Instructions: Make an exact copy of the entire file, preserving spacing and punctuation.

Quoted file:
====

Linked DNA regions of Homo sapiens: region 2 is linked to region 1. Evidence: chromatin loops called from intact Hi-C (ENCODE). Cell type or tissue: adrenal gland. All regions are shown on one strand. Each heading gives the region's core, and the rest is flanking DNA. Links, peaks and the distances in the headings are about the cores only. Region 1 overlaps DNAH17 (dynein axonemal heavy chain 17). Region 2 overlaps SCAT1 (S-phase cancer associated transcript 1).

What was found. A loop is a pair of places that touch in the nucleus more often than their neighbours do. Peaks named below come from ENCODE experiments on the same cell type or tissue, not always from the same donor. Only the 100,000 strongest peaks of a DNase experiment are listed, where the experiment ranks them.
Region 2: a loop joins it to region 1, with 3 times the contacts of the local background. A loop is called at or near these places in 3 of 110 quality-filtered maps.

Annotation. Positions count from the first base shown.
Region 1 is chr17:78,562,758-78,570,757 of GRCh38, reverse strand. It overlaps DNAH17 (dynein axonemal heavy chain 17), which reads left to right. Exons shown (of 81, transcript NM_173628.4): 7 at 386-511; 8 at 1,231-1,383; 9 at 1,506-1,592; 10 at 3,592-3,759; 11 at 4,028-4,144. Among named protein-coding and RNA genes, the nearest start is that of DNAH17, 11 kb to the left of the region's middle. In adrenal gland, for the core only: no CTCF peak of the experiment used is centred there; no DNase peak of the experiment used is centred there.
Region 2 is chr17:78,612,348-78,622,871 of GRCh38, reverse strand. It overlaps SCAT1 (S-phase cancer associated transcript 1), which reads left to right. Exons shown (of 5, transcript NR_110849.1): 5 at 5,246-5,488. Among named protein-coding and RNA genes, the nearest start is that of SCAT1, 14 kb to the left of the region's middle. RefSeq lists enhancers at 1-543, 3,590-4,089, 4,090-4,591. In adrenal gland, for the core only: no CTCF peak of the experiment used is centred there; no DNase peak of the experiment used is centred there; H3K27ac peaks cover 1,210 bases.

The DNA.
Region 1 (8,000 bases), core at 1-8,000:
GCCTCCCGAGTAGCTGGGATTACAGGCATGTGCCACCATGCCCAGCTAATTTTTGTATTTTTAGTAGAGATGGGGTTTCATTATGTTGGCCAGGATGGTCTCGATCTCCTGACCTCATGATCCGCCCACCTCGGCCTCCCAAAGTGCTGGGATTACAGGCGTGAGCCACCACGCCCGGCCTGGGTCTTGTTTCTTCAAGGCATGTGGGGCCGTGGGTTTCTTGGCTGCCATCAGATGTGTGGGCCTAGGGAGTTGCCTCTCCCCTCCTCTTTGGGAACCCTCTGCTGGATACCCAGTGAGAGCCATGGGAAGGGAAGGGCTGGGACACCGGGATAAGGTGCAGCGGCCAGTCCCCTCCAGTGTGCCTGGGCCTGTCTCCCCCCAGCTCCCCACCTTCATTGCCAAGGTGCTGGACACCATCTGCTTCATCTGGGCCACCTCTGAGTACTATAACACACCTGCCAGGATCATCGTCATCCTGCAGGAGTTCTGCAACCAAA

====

Linked DNA regions of Homo sapiens: region 2 is linked to region 1. Evidence: chromatin loops called from intact Hi-C (ENCODE). Cell type or tissue: adrenal gland. All regions are shown on one strand. Each heading gives the region's core, and the rest is flanking DNA. Links, peaks and the distances in the headings are about the cores only. Region 1 overlaps DNAH17 (dynein axonemal heavy chain 17). Region 2 overlaps SCAT1 (S-phase cancer associated transcript 1).

What was found. A loop is a pair of places that touch in the nucleus more often than their neighbours do. Peaks named below come from ENCODE experiments on the same cell type or tissue, not always from the same donor. Only the 100,000 strongest peaks of a DNase experiment are listed, where the experiment ranks them.
Region 2: a loop joins it to region 1, with 3 times the contacts of the local background. A loop is called at or near these places in 3 of 110 quality-filtered maps.

Annotation. Positions count from the first base shown.
Region 1 is chr17:78,562,758-78,570,757 of GRCh38, reverse strand. It overlaps DNAH17 (dynein axonemal heavy chain 17), which reads left to right. Exons shown (of 81, transcript NM_173628.4): 7 at 386-511; 8 at 1,231-1,383; 9 at 1,506-1,592; 10 at 3,592-3,759; 11 at 4,028-4,144. Among named protein-coding and RNA genes, the nearest start is that of DNAH17, 11 kb to the left of the region's middle. In adrenal gland, for the core only: no CTCF peak of the experiment used is centred there; no DNase peak of the experiment used is centred there.
Region 2 is chr17:78,612,348-78,622,871 of GRCh38, reverse strand. It overlaps SCAT1 (S-phase cancer associated transcript 1), which reads left to right. Exons shown (of 5, transcript NR_110849.1): 5 at 5,246-5,488. Among named protein-coding and RNA genes, the nearest start is that of SCAT1, 14 kb to the left of the region's middle. RefSeq lists enhancers at 1-543, 3,590-4,089, 4,090-4,591. In adrenal gland, for the core only: no CTCF peak of the experiment used is centred there; no DNase peak of the experiment used is centred there; H3K27ac peaks cover 1,210 bases.

The DNA.
Region 1 (8,000 bases), core at 1-8,000:
GCCTCCCGAGTAGCTGGGATTACAGGCATGTGCCACCATGCCCAGCTAATTTTTGTATTTTTAGTAGAGATGGGGTTTCATTATGTTGGCCAGGATGGTCTCGATCTCCTGACCTCATGATCCGCCCACCTCGGCCTCCCAAAGTGCTGGGATTACAGGCGTGAGCCACCACGCCCGGCCTGGGTCTTGTTTCTTCAAGGCATGTGGGGCCGTGGGTTTCTTGGCTGCCATCAGATGTGTGGGCCTAGGGAGTTGCCTCTCCCCTCCTCTTTGGGAACCCTCTGCTGGATACCCAGTGAGAGCCATGGGAAGGGAAGGGCTGGGACACCGGGATAAGGTGCAGCGGCCAGTCCCCTCCAGTGTGCCTGGGCCTGTCTCCCCCCAGCTCCCCACCTTCATTGCCAAGGTGCTGGACACCATCTGCTTCATCTGGGCCACCTCTGAGTACTATAACACACCTGCCAGGATCATCGTCATCCTGCAGGAGTTCTGCAACCAAA